Saturday, 26 March 2016

Walk Cycle Vote Scotland

Last year, while standing for Westminster elections, I recieved many emails asking my views on a wide range of matters.  I posted as many of my replies as I old on my blog, so my views would be a matter of public record.

Here is my first reply for the Scottish campaign for 2016.

Thank you for your email on walking and cycling.

I have a confession to make.  I don't use my bicycle as much as I should.  In my last job, I regularly commuted to work on my bike as the road exposure was less than a kilometre in length.

Having previously lived in Norway, spent a lot of time in Germany and worked frequently in the Netherlands and Denmark, I know what cycle lanes ought to be like.   They are not like British cycle provision.  A painted line on the road is, to me at least, not a cycle lane.  Once on Edinburgh's existing cycle network, they are usually great.  Getting safely on to them is sometimes a challenge.

Liberal Democrats recognise this and that is why during the Coalition government, we invested £115 million to improve cycling conditions in cities across the UK. 

There are many opportunities to extend cycle lane provision in my own constituency of Edinburgh Northern and Leith.  Lower Granton Road, currently a bottleneck for traffic when cyclists are on the road, has currently only partial provision for both walkers and cyclists.  Given the funding, the existing decent cycle lane could be extended another 400m, giving relief to cyclists, motorists and allow walkers to distance themselves from traffic fumes.

I would work hard to see proper cycle provision on Leith Walk: one of the UK's most dangerous roads for cyclists.

Edinburgh is a great city for walking but I think we can do better.  We need a proper and connected walking route laid out along the north coast as part of the John Muir Way.  At the moment the path, which is well-supported in the Lothians, seems to disappear in Edinburgh.  It actually runs through the city centre. Instead, it should continue along the coast, providing local people with a superb walk, encouraging Eco-tourism and providing small businesses from Leith to Silverknowles with additional opportunities.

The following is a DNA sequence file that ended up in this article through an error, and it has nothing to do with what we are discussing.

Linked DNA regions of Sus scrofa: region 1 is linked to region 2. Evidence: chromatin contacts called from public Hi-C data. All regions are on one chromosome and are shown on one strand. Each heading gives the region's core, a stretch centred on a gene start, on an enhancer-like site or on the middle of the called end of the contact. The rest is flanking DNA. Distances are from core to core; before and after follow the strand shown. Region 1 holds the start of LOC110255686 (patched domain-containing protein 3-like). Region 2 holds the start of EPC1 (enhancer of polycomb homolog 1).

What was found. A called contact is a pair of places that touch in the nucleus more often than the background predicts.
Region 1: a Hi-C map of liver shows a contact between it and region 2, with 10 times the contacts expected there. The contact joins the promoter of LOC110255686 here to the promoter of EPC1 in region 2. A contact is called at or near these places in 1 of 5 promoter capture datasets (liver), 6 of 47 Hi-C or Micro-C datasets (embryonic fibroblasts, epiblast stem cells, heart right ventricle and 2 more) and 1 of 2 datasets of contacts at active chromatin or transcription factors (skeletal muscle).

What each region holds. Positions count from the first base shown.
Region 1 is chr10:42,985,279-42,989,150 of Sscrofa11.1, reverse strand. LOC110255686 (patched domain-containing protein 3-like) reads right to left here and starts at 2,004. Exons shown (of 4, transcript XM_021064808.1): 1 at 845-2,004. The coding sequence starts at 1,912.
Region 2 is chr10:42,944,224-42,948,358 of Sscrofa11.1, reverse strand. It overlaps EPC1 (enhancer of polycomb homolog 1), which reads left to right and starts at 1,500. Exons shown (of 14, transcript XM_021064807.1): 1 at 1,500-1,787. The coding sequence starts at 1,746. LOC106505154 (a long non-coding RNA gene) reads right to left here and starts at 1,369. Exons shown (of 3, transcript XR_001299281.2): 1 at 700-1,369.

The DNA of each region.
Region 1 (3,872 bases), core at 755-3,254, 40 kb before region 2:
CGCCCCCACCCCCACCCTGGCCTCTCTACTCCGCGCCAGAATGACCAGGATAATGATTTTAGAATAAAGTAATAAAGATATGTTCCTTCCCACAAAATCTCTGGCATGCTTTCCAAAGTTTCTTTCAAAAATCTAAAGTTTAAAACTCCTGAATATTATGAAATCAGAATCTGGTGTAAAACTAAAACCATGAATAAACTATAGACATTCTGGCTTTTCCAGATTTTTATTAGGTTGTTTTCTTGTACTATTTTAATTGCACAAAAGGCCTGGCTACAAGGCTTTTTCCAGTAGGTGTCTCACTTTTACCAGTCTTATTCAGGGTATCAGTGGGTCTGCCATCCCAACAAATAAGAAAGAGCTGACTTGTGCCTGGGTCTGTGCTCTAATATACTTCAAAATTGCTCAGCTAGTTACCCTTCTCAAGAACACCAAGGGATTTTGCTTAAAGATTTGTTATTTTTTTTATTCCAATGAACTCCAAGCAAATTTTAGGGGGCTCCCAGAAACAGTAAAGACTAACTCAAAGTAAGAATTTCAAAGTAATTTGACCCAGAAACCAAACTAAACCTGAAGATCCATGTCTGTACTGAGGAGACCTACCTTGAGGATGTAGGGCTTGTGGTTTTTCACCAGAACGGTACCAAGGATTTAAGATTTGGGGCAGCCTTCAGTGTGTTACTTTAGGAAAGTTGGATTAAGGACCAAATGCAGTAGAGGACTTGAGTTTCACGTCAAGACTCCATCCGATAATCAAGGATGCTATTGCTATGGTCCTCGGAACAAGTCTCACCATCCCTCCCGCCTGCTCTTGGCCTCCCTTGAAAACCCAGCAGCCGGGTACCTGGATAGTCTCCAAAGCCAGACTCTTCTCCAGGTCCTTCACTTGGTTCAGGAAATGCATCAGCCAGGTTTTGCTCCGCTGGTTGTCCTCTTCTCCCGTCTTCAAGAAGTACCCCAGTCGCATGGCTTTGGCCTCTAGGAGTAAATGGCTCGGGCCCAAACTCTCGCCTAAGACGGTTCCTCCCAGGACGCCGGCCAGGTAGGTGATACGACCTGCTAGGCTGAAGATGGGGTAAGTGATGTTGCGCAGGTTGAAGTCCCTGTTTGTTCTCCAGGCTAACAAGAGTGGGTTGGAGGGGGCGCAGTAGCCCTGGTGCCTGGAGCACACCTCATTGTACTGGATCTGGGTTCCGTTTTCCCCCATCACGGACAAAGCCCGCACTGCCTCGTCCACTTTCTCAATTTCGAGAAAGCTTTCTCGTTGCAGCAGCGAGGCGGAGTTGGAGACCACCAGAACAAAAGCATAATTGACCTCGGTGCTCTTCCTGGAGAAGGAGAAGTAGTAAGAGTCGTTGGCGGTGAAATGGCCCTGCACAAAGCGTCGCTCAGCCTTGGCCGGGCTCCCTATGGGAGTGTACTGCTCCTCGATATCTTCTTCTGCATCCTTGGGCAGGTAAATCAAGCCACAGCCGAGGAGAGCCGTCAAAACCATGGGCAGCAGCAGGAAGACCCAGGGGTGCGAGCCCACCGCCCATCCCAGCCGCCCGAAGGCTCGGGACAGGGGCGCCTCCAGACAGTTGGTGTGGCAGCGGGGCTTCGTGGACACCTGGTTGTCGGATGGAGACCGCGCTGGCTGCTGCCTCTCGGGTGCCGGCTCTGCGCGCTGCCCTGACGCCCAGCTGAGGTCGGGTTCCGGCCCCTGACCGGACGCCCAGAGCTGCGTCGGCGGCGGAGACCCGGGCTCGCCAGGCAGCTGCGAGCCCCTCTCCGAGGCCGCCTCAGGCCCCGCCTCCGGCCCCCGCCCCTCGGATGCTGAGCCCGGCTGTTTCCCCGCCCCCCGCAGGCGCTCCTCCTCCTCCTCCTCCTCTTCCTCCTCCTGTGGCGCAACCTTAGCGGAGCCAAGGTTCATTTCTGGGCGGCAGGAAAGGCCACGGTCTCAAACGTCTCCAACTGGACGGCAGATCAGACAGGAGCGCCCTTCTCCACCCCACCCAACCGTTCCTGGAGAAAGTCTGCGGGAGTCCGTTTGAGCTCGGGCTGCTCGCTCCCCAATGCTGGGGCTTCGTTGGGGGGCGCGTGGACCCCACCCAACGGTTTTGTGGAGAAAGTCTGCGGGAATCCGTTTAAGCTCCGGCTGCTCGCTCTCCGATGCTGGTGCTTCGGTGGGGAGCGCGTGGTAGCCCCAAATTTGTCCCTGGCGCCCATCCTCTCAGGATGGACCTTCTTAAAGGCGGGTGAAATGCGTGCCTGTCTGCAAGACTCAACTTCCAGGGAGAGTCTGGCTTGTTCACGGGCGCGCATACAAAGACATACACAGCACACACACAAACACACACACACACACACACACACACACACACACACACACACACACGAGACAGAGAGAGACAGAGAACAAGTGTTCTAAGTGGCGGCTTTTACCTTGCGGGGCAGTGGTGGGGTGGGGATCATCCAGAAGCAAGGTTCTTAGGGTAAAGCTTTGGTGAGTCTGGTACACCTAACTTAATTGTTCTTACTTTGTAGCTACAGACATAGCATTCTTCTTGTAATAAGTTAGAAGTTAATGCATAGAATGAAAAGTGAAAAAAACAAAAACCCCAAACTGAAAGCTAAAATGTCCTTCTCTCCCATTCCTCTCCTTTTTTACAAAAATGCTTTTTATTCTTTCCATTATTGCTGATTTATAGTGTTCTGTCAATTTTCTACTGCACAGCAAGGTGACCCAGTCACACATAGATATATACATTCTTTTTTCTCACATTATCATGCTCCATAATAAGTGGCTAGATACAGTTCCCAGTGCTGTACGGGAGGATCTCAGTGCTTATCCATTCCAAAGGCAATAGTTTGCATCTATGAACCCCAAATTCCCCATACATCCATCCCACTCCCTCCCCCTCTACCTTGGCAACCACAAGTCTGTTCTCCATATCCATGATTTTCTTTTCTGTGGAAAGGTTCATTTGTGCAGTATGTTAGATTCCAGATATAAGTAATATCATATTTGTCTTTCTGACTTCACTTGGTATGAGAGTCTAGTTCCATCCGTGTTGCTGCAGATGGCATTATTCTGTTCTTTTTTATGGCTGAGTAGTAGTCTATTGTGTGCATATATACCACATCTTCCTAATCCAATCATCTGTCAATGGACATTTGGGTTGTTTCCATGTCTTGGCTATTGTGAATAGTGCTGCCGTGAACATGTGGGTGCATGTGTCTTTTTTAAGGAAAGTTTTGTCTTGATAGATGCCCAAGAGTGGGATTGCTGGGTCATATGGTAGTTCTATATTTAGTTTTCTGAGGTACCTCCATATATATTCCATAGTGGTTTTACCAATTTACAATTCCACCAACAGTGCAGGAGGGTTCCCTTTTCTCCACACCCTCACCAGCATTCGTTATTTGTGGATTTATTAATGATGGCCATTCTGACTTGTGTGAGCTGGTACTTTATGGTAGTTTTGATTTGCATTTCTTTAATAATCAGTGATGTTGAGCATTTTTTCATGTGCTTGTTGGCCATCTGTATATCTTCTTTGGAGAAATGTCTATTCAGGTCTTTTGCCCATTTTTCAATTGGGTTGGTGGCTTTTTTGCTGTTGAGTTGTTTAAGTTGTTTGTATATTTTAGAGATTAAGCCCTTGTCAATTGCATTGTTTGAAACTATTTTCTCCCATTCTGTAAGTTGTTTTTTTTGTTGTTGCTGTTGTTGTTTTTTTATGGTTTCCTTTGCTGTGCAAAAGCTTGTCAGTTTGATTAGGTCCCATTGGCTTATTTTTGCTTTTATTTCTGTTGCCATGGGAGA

Thus I am delighted to be able to support the laudable ambitions of WalkCycle campaign.

Sally, I hope members of your groups will share my vision for improving walking and cycling facilities, not just in Edinburgh but across Scotland.   If they do, please support me in Edinburgh Northern and Leith and, in view of our previous delivery on cycling, give both votes to Liberal Democrats across Scotland

If you or your members would like to follow up with their own observations and questions, I will be delighted to discuss matters further.

Kind regards,

Martin Veart
Edinburgh Northern and Leith
Scottish Liberal Democrats

Monday, 14 March 2016

The £12 million Oil and Gas Fund

As you may know, I find myself somewhat unbusy as far paid employment in the oil and gas sector is concerned.

What I thought I would do therefore is, after the announcement by Nicola Sturgeon on the 1st of February about the Scottish Government's £12 million fund to help unbusy people like me become busy, is that I would contact the Scottish Government and see how one can get a slice of the funding pie.

What I was hoping was, upon proving that I am who I said I am and my circumstances (being made redundant from the oil business) are true, that I would get agreement to maybe fund a project manager course or, even better, a masters degree.

First of all I contacted the Scottish Government's Energy Directive, asking whom to contact.  Eventually I was given the details for Oil and Gas Skills and its director Mike Duncan.

Perseverance is important.  With both organisations, my initial emails went unanswered.  Only on the second attempt did I receive any reply.  Finally I got a call from Mr Duncan and I went through my personal circumstances.

The bottom line is this.  All funding has to have a guaranteed job at the end of the process so, if you like me were hoping to change career direction by retraining upon your own initiative and then looking for work, the Scottish Government is not going to help.  If, on the other hand, somebody has an employer saying that they love to employ you but can't because you don't have the necessary qualification in, say, widget-tightening, then the Oil and Gas Fund can contribute to funding the widget-tightening course.  It may even cover the entire cost if the amount is not large.

In other words, the scheme is really for employers who may be looking to hire people who previously worked in the oil and gas sector but need help with the cost of retraining.

If you think you can benefit, or your company is looking to hire ex-oil workers and need additional training finance, then drop an email either to Oil and Gas Skills oil& or to Mike Duncan directly

Thursday, 10 March 2016

Speech to Scottish Energy Association, March 10th 2016